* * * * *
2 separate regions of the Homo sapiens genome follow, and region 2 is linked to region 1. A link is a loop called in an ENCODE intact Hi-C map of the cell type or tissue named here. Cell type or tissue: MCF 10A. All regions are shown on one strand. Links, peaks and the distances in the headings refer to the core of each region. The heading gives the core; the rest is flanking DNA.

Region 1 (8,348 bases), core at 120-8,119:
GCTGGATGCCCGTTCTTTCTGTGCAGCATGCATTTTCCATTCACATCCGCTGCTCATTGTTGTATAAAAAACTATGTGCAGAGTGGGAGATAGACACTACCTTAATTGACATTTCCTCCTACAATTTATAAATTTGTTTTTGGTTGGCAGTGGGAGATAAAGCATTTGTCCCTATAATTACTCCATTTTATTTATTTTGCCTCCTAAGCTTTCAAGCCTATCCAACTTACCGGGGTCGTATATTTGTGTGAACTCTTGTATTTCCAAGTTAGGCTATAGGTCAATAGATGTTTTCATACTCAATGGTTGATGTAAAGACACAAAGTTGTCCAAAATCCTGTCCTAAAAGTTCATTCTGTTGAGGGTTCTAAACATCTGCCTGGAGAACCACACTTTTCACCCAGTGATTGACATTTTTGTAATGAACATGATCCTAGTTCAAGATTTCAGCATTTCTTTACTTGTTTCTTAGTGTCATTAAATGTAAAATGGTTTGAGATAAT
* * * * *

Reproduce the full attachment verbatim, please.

2 separate regions of the Homo sapiens genome follow, and region 2 is linked to region 1. A link is a loop called in an ENCODE intact Hi-C map of the cell type or tissue named here. Cell type or tissue: MCF 10A. All regions are shown on one strand. Links, peaks and the distances in the headings refer to the core of each region. The heading gives the core; the rest is flanking DNA.

Region 1 (8,348 bases), core at 120-8,119:
GCTGGATGCCCGTTCTTTCTGTGCAGCATGCATTTTCCATTCACATCCGCTGCTCATTGTTGTATAAAAAACTATGTGCAGAGTGGGAGATAGACACTACCTTAATTGACATTTCCTCCTACAATTTATAAATTTGTTTTTGGTTGGCAGTGGGAGATAAAGCATTTGTCCCTATAATTACTCCATTTTATTTATTTTGCCTCCTAAGCTTTCAAGCCTATCCAACTTACCGGGGTCGTATATTTGTGTGAACTCTTGTATTTCCAAGTTAGGCTATAGGTCAATAGATGTTTTCATACTCAATGGTTGATGTAAAGACACAAAGTTGTCCAAAATCCTGTCCTAAAAGTTCATTCTGTTGAGGGTTCTAAACATCTGCCTGGAGAACCACACTTTTCACCCAGTGATTGACATTTTTGTAATGAACATGATCCTAGTTCAAGATTTCAGCATTTCTTTACTTGTTTCTTAGTGTCATTAAATGTAAAATGGTTTGAGATAAT